Can you name one thing that physicians, attorneys, architects, engineers, Web developers, and educators share in common?
While PD is critical in pretty much every field, educators — not surprisingly, given their bent for learning — have taken it to a whole new level. Beyond attending annual conferences and the like, they are building personal learning networks (PLNs) that enable them to acquire resources, seek and provide support, and connect with fellow educators across the globe. Teachers can also use PLNs to connect with their students’ parents, or others in their district, to foster conversation and transparency.
Wondering where to start? Here are three crucial tools for joining a PLN.
For educators, the go-to place to build a PLN is Twitter.
New to Twitter? Chances are, your colleagues, favorite bloggers, and conference presenters are already on it — and are talking about professional development. Not sure where to start, or whom to follow? There are a number of great hashtag chats to follow. A hashtag chat is normally set at a weekly scheduled time at which educators discuss topics or answer questions together. While Twitter allows for public conversations and the sharing of resources, it also fosters personal, one-on-one interactions through its direct messaging feature.
Some districts even create their own hashtags to allow teachers, students, and parents to share stories relevant to their school community.
Despite its popularity, Twitter can feel constricting and reductive, especially given its 140-character limit. To counteract this, several of Twitter’s superusers have established PLNs on other platforms.
Sarah Thomas is a quintessential example of an active PLN user — in fact, she even spoke about PLNs at the 2015 International Society for Technology in Education (ISTE) conference, along with two educators from different parts of the country, whom she met, appropriately enough, via her PLN. Sarah coordinates EduMatch, which enables educators to connect and grow outside of Twitter (although there is, of course a dedicated Twitter hashtag for it).
EduMatch has its own site, which is rife with information, statistics, and upcoming events. Sarah regularly schedules EduMatch Google+ Hangout panel discussions that anyone can join. These are especially valuable, as they enable people to connect visually and aurally (albeit digitally) in a collaborative environment. Educators can be as involved (e.g., by presenting live during a Hangout) or uninvolved (e.g., by simply listening in) as they’d like. There is no requirement to show your face and share a story on Hangouts, but if you want to, it’s easy — these are open to everyone.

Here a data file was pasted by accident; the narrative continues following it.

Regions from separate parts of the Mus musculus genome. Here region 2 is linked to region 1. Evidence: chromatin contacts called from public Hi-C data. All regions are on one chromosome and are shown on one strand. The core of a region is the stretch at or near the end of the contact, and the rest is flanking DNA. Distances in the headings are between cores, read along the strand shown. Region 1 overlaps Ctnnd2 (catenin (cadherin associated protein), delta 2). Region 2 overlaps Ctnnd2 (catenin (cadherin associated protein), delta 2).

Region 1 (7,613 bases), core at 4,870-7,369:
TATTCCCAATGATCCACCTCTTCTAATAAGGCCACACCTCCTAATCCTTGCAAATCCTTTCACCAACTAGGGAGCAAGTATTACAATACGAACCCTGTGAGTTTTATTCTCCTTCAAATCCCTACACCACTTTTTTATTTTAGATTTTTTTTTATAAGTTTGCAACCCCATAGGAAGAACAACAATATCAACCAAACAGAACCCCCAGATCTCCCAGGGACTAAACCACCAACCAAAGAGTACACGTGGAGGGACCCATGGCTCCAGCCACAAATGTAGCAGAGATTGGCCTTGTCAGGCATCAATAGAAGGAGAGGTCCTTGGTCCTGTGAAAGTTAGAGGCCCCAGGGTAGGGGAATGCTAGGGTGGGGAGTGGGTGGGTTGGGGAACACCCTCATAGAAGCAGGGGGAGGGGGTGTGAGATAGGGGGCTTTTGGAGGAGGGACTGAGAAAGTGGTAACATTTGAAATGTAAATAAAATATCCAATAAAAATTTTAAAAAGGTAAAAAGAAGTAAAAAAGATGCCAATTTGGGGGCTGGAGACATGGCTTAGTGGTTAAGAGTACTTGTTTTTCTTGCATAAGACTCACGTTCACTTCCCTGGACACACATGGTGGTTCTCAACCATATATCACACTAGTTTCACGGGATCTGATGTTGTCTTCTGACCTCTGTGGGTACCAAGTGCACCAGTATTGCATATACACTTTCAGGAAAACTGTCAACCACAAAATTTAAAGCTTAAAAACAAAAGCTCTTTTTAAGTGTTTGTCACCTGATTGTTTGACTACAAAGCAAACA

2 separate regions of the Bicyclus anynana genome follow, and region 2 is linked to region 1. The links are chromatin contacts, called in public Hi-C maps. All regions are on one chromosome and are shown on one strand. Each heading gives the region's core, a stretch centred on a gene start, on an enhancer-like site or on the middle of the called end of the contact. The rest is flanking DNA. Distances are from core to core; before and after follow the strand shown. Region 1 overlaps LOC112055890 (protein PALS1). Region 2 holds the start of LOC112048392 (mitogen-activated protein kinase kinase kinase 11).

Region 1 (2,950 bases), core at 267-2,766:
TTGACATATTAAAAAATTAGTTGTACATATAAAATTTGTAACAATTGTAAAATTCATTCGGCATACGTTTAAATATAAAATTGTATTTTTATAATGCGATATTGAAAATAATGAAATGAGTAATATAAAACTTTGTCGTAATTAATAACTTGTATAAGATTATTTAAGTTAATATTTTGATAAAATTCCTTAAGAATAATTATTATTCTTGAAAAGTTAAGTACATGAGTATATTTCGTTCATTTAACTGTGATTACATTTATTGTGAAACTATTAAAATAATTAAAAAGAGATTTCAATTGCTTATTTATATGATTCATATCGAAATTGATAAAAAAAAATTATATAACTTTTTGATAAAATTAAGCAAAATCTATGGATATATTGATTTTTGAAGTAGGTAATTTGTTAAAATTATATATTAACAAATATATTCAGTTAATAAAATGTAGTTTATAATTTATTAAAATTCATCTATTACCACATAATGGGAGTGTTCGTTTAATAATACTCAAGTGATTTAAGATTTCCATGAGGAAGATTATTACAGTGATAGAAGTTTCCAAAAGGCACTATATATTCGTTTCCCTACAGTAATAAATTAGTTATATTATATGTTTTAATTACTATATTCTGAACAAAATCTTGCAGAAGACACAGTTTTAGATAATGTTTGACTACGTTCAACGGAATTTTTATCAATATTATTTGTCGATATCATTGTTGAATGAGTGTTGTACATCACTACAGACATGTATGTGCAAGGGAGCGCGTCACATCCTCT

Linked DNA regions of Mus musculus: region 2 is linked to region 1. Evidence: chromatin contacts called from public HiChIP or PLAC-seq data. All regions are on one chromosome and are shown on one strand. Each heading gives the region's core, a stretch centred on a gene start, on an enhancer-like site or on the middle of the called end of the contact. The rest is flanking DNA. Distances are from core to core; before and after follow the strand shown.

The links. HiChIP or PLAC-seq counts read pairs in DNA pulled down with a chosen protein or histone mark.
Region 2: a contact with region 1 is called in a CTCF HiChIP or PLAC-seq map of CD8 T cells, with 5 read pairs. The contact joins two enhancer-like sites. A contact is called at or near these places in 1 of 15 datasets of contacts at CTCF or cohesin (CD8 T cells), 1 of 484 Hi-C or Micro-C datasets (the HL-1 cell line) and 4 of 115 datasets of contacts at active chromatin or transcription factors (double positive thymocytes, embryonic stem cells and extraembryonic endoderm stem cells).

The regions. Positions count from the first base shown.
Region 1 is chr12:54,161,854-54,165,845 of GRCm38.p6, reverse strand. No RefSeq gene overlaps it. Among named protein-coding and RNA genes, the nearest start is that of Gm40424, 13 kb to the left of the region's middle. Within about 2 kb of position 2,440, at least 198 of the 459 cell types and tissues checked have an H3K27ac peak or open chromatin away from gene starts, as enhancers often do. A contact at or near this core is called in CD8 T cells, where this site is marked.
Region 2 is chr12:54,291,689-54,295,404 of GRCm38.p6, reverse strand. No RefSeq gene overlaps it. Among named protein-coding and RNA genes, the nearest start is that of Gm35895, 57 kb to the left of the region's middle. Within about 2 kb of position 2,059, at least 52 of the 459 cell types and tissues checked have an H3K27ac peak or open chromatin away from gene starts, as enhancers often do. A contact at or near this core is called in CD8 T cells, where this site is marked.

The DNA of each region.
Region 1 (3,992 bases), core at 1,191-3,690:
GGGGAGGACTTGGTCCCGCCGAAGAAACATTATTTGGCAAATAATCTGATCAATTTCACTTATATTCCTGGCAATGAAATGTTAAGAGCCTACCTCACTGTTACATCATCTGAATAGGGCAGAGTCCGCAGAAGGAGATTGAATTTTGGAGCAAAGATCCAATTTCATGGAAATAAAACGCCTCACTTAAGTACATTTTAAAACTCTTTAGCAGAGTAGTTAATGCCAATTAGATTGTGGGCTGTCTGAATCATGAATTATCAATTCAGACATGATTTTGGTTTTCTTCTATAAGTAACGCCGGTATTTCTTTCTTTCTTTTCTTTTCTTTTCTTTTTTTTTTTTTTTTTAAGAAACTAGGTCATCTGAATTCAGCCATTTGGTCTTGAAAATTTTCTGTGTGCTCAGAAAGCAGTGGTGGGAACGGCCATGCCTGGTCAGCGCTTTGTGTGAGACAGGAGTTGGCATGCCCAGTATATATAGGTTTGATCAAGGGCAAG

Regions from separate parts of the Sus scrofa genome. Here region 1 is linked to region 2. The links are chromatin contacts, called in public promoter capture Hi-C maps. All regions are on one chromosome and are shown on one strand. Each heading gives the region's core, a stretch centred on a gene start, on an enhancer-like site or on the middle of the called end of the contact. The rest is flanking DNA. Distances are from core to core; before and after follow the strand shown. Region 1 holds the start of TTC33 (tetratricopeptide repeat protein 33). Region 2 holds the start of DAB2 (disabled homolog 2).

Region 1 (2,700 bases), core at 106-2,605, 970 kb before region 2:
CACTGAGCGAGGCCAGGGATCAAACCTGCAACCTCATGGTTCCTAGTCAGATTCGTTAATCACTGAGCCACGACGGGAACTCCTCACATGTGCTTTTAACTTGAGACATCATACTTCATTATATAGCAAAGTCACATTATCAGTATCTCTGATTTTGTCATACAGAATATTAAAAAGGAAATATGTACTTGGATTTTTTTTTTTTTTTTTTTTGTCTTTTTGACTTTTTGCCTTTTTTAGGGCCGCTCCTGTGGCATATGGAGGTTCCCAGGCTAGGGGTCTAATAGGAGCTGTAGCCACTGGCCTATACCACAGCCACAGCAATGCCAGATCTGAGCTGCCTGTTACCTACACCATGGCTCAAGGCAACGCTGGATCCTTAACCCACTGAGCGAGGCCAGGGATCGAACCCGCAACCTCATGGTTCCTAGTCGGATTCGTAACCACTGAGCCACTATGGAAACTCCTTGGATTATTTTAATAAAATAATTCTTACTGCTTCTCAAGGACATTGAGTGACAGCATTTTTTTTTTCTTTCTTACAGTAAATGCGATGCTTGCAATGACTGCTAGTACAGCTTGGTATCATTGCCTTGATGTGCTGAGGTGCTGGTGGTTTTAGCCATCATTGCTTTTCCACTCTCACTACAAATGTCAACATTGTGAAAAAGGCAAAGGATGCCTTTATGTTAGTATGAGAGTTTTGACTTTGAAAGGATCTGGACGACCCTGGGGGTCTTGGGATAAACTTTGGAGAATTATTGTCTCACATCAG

Thomas also established an EduMatch group within Voxer, a free app that essentially works as a walkie-talkie in one-on-one or group chats. Using Voxer, dozens (even hundreds) of educators may share stories, ask questions, and provide support to one another. Users can listen to all, some, or none of the messages — and because these play automatically and consecutively, it’s almost like listening to a podcast interview or dialogue among educators. The Voxer group differs from Twitter because it allows people to talk as much as they want, and because often, hearing someone’s voice provides a deeper degree of connection than reading 140 characters on a device screen. What’s more, the interface is simple, and Voxer autopopulates any existing contacts on the platform, so you can start chatting right away.
The Voxer group is open to educators as well as ed tech companies. My company, Imagine Easy Solutions, has had great success with Voxer in finding beta testers for our tools, and in gathering feedback from potential end-users. To join the Voxer group, just get in touch with Sarah Thomas via Twitter or her website.
EduMatch truly embraces the idea of an open PLN. If you aren’t comfortable using Twitter, EduMatch provides several other ways to connect with fellow educators. For instance, it is also on Facebook and Instagram.
Slack is another brilliant educational tool for continuing PLN conversations outside of Twitter. A desktop and mobile application that allows groups of people to create “channels” in which they share information, Slack differs from Twitter in that it allows users to write as much as they want, share files, and connect with a targeted group all at once. It differs from Voxer in that it does not have audio capabilities.
While there are opportunities for Slack to be used at the school or classroom level, educators can also use it to broaden the reach of their PLNs. EdTechBridge, an education community (formed at SXSWedu) that has shown significant Twitter growth over the past two years, established its own Slack channel in 2015. Started by teacher Steve Isaacs and BrainPOP’s Katya Hott, the goal of EdTechBridge is to connect developers, educators, and people working in the industry to build better ed tech tools. (EduMatch also has a Slack channel!) Slack allows lengthier conversations to happen over time (asynchronously) and is less immediate than Twitter, but still makes it easy to share (and find) content and resources.
There is no right or wrong choice for establishing, nurturing, or growing a PLN. While many find Twitter a great place to start, others may deem the slower pace of Slack, or the personal element of Voxer, to be more rewarding. Whichever you choose, there will be active participants from around the world and all areas of education to learn from, grow with, and provide support for — around the clock and across the globe.
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